The cattle market from late 2019 to 2020 has experienced two black swan events. The first being the fire at the Tyson packing plant in Holcomb Kansas in which live cattle futures plummeted the following day. Whole sale beef prices, on the other hand, quickly shot up. A very similar reaction happened when COVID-19 started to disrupt the meat supply chain and as the calendar nears June, several live cattle futures contracts are still trading below $100.
The black swan and volatile market have acted as gasoline to an already burning fire among cattlemen about fed cattle marketing and price discovery in the industry. Senior Economist for Nebraska Farm Bureau, Jay Rempe, wrote about the topic in a recent publication of “Agriculture Economic Tidbits”. Rempe pointed out that negotiated purchases continue to be fairly strong in Northern states but Southern states are almost non-existent in cash trade.
The article cites that, “Nebraska averaged 41 percent of total transactions between 2016-2020 on an annual basis according to the U.S. Cattlemen’s Association. In contrast, cash purchases in the Texas/Oklahoma/New Mexico region accounted for 9 percent. Weekly and monthly data will vary quite a bit around these averages. Negotiated purchases in Nebraska between 2014-2018 accounted for 37 percent of the total U.S. negotiated transactions, according to research by agricultural economists at Kansas State and Iowa State. The researchers also found 85 percent of negotiated purchases nationally were for a 0-14 day delivery and 15 percent were for 15-30 day delivery. Nebraska and Iowa accounted for 63 percent of the deliveries in the 15-30 day window. In his research of fed cattle markets, Dr. Stephen Koontz of Colorado State concluded, “Price discovery in the national fed cattle market displays no problems.” However, cash markets are doing less than half the price discovery they once did. Problems appear at the regional level, particularly in the southern plains. As a result, cash markets in the northern plains, Nebraska, and futures prices are becoming more prevalent in price discovery.”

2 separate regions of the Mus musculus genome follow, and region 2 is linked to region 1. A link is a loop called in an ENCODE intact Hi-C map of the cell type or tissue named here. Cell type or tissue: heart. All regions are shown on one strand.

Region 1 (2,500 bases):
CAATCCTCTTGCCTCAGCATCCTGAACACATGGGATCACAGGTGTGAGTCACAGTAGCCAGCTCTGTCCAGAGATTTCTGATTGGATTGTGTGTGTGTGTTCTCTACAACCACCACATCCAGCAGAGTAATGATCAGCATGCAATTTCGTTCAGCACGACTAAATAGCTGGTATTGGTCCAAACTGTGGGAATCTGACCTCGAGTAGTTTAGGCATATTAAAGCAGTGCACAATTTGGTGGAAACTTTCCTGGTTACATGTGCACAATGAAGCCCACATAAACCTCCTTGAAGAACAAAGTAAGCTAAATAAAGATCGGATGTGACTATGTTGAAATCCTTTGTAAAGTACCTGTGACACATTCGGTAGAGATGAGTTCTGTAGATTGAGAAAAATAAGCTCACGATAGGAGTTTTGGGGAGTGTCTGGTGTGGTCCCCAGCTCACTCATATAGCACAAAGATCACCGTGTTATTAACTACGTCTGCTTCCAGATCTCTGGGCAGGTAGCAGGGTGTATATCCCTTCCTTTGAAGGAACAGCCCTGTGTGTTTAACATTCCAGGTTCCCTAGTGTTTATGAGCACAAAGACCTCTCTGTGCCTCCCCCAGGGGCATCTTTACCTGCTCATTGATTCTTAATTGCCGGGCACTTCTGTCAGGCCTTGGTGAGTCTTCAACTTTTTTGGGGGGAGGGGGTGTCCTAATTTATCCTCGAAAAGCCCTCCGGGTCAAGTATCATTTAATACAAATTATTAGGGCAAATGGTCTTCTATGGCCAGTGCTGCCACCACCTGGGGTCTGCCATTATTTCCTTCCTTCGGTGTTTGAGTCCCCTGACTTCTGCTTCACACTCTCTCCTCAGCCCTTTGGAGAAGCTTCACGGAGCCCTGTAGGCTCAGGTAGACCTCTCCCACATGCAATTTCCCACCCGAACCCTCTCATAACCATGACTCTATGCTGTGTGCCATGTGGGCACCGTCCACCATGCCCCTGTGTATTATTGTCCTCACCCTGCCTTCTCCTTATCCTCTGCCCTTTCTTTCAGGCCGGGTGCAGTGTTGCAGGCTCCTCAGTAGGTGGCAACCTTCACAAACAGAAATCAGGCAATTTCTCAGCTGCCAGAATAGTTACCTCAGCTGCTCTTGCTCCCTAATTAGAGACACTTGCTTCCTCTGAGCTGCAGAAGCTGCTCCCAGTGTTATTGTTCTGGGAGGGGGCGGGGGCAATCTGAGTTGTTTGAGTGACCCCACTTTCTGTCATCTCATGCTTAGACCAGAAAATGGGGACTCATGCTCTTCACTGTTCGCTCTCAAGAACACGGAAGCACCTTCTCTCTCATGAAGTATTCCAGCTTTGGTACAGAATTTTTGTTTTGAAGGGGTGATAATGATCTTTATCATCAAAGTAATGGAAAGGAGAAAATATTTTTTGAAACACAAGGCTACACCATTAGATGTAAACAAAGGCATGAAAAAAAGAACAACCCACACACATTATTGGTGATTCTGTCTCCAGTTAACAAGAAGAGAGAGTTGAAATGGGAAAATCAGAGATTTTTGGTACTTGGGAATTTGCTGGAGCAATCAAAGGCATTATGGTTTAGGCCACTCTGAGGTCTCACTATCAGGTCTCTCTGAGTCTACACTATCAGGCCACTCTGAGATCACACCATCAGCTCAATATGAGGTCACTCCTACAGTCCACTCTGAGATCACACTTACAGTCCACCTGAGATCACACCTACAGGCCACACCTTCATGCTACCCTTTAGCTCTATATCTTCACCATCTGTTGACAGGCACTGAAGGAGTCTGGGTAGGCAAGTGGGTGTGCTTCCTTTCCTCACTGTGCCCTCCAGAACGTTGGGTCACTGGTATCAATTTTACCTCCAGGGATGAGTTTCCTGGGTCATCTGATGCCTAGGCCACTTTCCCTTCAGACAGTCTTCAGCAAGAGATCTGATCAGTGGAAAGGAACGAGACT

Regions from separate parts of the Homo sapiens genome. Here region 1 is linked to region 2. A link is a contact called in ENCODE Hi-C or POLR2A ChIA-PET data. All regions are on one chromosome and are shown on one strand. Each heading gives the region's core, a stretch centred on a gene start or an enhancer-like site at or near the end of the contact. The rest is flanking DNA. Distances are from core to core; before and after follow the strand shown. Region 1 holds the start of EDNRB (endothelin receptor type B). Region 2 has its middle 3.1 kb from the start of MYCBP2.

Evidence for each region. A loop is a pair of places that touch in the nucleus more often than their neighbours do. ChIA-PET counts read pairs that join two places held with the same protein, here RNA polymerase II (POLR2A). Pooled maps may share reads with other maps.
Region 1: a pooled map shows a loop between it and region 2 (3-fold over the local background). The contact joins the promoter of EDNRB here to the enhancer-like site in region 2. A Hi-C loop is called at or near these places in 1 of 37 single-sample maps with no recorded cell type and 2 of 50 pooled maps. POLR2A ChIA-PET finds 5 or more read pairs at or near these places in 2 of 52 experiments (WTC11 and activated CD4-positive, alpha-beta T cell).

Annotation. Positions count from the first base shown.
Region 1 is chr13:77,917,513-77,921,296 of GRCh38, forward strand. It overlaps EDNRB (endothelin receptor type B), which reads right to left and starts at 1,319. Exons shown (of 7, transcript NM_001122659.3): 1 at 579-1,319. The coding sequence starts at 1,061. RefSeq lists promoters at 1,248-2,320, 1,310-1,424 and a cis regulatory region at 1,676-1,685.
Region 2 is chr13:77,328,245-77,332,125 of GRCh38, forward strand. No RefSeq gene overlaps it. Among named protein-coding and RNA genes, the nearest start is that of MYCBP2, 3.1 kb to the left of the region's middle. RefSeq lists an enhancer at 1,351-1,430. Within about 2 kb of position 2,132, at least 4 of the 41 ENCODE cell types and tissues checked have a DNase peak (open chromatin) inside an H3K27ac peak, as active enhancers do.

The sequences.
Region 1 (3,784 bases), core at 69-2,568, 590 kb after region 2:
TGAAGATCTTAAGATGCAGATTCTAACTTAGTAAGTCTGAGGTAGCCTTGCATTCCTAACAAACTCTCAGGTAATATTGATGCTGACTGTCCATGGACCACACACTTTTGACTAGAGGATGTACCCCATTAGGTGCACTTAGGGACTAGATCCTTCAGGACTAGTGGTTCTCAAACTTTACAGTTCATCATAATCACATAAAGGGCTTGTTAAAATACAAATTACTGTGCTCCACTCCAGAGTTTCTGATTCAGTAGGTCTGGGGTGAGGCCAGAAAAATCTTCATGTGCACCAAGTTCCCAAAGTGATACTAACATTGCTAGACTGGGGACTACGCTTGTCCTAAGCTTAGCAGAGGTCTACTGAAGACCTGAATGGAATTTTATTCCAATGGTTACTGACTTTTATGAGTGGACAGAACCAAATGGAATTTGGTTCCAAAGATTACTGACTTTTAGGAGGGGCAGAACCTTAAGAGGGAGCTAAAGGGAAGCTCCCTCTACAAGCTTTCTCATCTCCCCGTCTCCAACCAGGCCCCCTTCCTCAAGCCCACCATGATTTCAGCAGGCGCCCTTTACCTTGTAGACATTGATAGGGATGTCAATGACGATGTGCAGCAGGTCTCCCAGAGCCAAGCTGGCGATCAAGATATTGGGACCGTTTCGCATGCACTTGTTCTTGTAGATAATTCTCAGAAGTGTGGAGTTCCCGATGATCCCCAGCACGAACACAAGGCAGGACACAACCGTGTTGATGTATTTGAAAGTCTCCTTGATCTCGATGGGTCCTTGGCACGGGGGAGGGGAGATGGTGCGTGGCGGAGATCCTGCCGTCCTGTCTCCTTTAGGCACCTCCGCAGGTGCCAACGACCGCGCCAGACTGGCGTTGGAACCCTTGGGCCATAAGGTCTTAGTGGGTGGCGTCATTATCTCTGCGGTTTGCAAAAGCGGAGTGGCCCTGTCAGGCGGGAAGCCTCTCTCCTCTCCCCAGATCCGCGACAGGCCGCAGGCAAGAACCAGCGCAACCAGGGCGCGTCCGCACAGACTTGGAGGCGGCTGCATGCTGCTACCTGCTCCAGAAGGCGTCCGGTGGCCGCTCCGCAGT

The lack of cash trade have many cattle producers concerned about market manipulation by the highly concentrated meat packing industry. The cry for reform has reached all the way to the US Senate with Senator Grassley (R-IA) and Senator Tester (D-MT) introducing the 50/14 plan that would require packers to purchase 50% of their kill in the cash market and slaughter those cattle within 14 days.
In an interview with the Rural Radio Network Rempe said, “This could be the first of its kind legislation that would require a business to purchase its raw materials in a certain market setting.” Rempe noted anytime legislation like this is presented, it is good to look at both sides of the story and ultimately decide what is best for the cattle industry.
You can hear Rempe’s full thoughts and what other options may be available for fed cattle marketing here: